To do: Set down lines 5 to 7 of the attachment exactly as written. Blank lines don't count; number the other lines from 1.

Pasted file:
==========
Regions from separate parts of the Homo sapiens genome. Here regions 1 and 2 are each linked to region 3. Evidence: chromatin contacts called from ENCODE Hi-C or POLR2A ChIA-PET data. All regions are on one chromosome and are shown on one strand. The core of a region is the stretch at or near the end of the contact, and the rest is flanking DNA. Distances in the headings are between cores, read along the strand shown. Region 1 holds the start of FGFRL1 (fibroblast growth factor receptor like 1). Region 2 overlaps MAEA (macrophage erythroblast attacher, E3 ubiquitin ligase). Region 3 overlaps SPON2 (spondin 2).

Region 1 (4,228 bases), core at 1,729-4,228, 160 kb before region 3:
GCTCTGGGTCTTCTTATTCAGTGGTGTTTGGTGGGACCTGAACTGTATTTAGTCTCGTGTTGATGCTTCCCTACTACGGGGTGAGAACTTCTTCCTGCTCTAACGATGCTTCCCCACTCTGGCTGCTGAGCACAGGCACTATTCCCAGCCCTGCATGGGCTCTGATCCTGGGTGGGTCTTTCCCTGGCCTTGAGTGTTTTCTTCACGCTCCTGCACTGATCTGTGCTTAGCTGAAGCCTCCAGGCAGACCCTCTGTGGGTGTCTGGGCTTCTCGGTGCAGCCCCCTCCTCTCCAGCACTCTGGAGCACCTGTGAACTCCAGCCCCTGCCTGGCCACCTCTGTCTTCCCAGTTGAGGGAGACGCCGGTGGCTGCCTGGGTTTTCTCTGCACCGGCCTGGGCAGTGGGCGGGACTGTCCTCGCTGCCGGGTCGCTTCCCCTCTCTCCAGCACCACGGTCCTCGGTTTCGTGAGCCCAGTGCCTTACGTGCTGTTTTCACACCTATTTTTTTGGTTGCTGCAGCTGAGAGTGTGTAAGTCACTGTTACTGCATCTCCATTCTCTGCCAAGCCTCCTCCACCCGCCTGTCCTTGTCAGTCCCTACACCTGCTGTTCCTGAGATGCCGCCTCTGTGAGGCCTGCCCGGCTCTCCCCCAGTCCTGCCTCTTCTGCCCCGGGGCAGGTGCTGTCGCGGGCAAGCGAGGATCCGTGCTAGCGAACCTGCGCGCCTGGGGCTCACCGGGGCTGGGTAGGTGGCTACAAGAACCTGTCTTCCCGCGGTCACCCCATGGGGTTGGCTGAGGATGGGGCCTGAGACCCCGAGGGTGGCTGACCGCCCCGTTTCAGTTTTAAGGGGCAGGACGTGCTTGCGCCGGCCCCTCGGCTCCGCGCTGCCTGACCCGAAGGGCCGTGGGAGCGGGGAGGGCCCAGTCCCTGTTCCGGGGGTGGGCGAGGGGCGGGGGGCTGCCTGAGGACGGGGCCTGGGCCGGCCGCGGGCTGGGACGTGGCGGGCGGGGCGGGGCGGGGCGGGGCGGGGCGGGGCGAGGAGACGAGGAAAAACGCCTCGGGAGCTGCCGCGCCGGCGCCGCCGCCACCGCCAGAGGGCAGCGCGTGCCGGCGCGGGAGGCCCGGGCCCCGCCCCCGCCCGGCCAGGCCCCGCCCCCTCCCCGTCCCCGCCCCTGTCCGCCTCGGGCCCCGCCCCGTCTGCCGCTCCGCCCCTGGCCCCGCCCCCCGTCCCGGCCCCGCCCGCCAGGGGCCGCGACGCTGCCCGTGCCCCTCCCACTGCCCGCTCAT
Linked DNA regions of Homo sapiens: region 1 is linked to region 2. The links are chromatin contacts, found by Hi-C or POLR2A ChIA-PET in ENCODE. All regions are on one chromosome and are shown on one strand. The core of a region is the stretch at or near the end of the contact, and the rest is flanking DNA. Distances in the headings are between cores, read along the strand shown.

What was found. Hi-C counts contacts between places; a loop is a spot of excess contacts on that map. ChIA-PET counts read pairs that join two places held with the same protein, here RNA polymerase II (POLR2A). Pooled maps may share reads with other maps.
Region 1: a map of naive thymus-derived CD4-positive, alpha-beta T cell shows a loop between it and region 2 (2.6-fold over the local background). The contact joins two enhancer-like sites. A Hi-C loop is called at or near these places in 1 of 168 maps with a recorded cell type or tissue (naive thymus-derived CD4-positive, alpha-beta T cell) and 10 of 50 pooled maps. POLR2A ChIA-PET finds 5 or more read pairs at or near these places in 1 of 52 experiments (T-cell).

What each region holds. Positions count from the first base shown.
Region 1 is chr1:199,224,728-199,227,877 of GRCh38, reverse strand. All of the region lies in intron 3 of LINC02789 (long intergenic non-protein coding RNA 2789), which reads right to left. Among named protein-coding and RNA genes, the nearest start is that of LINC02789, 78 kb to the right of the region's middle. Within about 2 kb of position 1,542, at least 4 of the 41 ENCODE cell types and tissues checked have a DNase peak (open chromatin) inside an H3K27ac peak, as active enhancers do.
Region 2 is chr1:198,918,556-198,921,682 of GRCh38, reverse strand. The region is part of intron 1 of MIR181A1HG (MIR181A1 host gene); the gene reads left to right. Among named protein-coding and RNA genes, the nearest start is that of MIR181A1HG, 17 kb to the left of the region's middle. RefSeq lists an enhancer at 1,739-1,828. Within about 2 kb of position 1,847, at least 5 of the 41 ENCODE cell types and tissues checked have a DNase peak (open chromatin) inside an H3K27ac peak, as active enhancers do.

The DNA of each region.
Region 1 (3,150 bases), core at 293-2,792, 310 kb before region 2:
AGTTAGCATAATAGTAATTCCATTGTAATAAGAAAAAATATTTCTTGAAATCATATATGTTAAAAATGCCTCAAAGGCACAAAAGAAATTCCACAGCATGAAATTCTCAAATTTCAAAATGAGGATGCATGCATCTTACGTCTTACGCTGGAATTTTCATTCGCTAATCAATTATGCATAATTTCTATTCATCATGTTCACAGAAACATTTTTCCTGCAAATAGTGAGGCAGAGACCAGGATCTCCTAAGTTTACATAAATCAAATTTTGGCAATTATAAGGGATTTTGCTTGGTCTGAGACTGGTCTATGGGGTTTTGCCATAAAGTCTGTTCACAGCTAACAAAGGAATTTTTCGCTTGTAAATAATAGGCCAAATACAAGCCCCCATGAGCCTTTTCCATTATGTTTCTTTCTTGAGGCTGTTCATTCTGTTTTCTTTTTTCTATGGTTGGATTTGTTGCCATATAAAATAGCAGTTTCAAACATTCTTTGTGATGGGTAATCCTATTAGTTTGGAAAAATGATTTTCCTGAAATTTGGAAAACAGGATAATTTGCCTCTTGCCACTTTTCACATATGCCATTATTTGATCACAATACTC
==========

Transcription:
What was found. Hi-C counts contacts between places; a loop is a spot of excess contacts on that map. ChIA-PET counts read pairs that join two places held with the same protein, here RNA polymerase II (POLR2A). Pooled maps may share reads with other maps.
Region 1: a map of naive thymus-derived CD4-positive, alpha-beta T cell shows a loop between it and region 2 (2.6-fold over the local background). The contact joins two enhancer-like sites. A Hi-C loop is called at or near these places in 1 of 168 maps with a recorded cell type or tissue (naive thymus-derived CD4-positive, alpha-beta T cell) and 10 of 50 pooled maps. POLR2A ChIA-PET finds 5 or more read pairs at or near these places in 1 of 52 experiments (T-cell).

What each region holds. Positions count from the first base shown.